11 “But when the king came in to see the guests, he saw a man there who did not have on a wedding garment. 12 So he said to him, ‘Friend, how did you come in here without a wedding garment?’ And he was speechless. 13 Then the king said to the servants, ‘Bind him hand and foot, take him away, and cast him into outer darkness; there will be weeping and gnashing of teeth.’ 14 “For many are called, but few are chosen.”
We now come to the second scene in the parable of the wedding feast.
“But when the king came in to see the guests, he saw a man there who did not have on a wedding garment.
The person without a “wedding garment” was from the category of “bad” in the previous verse. It was a shock to go to the wedding of a son of the king without proper wedding garments. It was outrageous to Jesus that those dressed in the rags of religion showed up at His kingdom disheveled and expecting entrance. A new kind of apparel was necessary for the kingdom.
So he said to him, ‘Friend, how did you come in here without a wedding garment?’ And he was speechless.
There was no excuse for a man coming to a wedding without proper attire. There was a custom to provide wedding garments for those who did not have them. No wonder this person had no excuse; he was left “speechless.” He had no excuse for coming to the wedding on his own terms.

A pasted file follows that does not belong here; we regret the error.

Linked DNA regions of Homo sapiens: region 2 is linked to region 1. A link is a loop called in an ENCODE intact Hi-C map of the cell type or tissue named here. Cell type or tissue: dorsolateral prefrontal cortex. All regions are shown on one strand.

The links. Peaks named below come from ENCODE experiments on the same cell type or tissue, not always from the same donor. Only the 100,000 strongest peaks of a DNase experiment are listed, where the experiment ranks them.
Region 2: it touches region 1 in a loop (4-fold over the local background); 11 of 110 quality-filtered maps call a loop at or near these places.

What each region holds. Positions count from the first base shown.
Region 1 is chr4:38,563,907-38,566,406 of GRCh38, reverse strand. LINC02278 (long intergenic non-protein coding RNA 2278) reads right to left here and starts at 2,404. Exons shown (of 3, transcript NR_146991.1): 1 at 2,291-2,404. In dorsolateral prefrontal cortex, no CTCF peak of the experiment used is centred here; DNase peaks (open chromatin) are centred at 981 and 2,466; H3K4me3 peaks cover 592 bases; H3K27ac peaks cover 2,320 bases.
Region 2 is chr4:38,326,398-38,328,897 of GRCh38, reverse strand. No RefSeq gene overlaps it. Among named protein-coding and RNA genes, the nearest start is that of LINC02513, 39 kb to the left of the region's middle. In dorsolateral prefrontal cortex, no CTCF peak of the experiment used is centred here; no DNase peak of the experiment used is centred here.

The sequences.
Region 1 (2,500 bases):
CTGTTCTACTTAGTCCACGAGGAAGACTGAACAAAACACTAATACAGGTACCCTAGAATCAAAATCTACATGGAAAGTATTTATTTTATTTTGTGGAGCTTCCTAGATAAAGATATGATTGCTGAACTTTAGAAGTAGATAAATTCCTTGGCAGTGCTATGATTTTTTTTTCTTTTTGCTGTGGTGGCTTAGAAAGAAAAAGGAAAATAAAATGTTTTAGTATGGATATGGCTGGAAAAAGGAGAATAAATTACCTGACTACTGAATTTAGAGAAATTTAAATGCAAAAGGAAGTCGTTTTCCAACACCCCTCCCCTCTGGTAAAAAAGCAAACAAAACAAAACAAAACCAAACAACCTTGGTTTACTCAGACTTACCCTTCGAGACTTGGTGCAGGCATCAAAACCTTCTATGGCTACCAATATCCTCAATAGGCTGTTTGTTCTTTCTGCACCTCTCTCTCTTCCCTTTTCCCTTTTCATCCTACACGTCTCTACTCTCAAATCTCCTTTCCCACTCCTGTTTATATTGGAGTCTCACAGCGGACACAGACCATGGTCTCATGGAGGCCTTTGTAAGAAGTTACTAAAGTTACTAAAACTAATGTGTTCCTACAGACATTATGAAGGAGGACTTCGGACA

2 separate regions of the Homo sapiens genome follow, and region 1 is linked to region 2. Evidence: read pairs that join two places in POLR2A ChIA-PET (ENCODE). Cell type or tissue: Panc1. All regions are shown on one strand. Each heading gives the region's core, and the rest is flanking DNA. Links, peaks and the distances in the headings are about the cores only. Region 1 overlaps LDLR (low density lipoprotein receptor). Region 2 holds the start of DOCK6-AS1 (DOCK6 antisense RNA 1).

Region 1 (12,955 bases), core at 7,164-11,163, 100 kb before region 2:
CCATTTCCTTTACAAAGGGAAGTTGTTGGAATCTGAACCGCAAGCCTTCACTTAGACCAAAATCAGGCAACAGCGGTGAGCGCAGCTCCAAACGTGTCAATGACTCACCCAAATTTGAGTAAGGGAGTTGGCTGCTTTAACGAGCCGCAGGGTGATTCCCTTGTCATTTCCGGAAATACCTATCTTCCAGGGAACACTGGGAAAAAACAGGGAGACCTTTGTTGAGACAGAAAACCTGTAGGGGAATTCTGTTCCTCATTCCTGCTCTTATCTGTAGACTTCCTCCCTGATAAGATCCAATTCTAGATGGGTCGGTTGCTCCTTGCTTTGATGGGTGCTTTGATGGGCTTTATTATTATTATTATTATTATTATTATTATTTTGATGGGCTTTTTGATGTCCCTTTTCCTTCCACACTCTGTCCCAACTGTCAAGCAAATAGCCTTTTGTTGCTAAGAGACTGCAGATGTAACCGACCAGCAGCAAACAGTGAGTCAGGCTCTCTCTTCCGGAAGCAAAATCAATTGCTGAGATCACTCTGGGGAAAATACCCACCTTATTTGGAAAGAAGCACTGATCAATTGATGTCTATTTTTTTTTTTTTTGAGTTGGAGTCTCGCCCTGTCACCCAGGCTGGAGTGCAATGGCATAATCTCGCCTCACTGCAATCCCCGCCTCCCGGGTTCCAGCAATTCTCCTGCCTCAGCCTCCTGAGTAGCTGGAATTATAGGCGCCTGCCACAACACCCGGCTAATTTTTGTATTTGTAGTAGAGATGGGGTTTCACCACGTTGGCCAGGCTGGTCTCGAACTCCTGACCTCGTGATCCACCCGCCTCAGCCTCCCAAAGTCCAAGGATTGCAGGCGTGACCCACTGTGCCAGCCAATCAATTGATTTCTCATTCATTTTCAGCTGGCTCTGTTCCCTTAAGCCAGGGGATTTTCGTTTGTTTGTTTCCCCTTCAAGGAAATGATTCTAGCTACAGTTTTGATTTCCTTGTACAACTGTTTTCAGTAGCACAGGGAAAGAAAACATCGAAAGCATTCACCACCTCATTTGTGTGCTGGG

Then the king said to the servants, ‘Bind him hand and foot, take him away, and cast him into outer darkness; there will be weeping and gnashing of teeth.’
This verse suggests he was cast into “hell.” Religious leaders in Israel will land in hell because of the way they treated the Messiah. These people cannot participate in the kingdom.
“For many are called,
The gospel invitation goes out to many. This phrase relates to man’s will. Many are invited into the kingdom but few accept the call. Many hear the summons of the gospel but few respond to it.
but few are chosen.”
Those who refuse the invitation are not chosen. Those who respond to the invitation are “chosen” because they accept that the death of Christ forgives sin.
God clothes us with the righteousness of Jesus when we become Christians.
The invitation is to the “many.” The Great Commission is to make disciples of all the nations (Mt 28:19).
The proper wedding garment of a person going into the presence of God is imputed (accounted) righteousness. Imputed righteousness is God’s own righteousness that He accounts to our balance sheet with Him. When a person becomes a Christian, she or he has absolute or perfect righteousness in status with God. We are not experientially righteous, but we possess positional righteousness. When God looks at us, He looks at us with the same status of righteousness that Jesus has (Romans 3-5).